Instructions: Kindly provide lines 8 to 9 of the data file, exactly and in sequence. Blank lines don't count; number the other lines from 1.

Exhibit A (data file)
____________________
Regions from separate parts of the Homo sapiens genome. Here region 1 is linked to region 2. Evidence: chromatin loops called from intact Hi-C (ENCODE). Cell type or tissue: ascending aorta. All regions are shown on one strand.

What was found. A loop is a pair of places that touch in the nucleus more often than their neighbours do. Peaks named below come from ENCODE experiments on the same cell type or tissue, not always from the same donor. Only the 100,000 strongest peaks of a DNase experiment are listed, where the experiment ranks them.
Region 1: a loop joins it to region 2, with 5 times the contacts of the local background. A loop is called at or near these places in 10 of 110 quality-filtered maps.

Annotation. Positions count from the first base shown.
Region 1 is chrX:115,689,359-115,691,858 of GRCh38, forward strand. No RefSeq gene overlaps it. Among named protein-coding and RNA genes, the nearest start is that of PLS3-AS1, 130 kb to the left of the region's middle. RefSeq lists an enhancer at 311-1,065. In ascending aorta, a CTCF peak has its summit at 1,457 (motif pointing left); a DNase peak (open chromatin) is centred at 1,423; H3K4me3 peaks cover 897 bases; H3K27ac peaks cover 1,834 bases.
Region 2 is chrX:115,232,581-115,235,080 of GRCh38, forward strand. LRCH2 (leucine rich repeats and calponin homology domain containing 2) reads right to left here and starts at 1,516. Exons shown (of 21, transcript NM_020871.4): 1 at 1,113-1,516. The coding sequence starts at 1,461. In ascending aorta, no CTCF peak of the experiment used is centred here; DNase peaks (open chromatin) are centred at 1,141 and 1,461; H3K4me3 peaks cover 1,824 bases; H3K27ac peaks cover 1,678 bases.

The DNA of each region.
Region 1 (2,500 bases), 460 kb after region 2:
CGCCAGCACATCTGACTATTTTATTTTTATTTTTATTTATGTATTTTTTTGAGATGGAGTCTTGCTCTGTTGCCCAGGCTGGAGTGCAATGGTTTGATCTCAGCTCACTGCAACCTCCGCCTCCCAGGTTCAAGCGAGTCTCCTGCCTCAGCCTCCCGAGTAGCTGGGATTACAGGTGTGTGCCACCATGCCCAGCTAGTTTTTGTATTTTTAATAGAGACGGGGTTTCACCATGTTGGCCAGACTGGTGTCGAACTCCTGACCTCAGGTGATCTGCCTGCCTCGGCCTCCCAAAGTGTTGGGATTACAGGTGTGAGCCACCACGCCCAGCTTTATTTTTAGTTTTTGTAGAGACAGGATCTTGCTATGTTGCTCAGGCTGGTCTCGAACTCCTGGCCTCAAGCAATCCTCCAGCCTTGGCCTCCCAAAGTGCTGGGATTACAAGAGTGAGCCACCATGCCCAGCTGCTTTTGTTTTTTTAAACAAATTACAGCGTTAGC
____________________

Region 1 (2,500 bases), 460 kb after region 2:
CGCCAGCACATCTGACTATTTTATTTTTATTTTTATTTATGTATTTTTTTGAGATGGAGTCTTGCTCTGTTGCCCAGGCTGGAGTGCAATGGTTTGATCTCAGCTCACTGCAACCTCCGCCTCCCAGGTTCAAGCGAGTCTCCTGCCTCAGCCTCCCGAGTAGCTGGGATTACAGGTGTGTGCCACCATGCCCAGCTAGTTTTTGTATTTTTAATAGAGACGGGGTTTCACCATGTTGGCCAGACTGGTGTCGAACTCCTGACCTCAGGTGATCTGCCTGCCTCGGCCTCCCAAAGTGTTGGGATTACAGGTGTGAGCCACCACGCCCAGCTTTATTTTTAGTTTTTGTAGAGACAGGATCTTGCTATGTTGCTCAGGCTGGTCTCGAACTCCTGGCCTCAAGCAATCCTCCAGCCTTGGCCTCCCAAAGTGCTGGGATTACAAGAGTGAGCCACCATGCCCAGCTGCTTTTGTTTTTTTAAACAAATTACAGCGTTAGC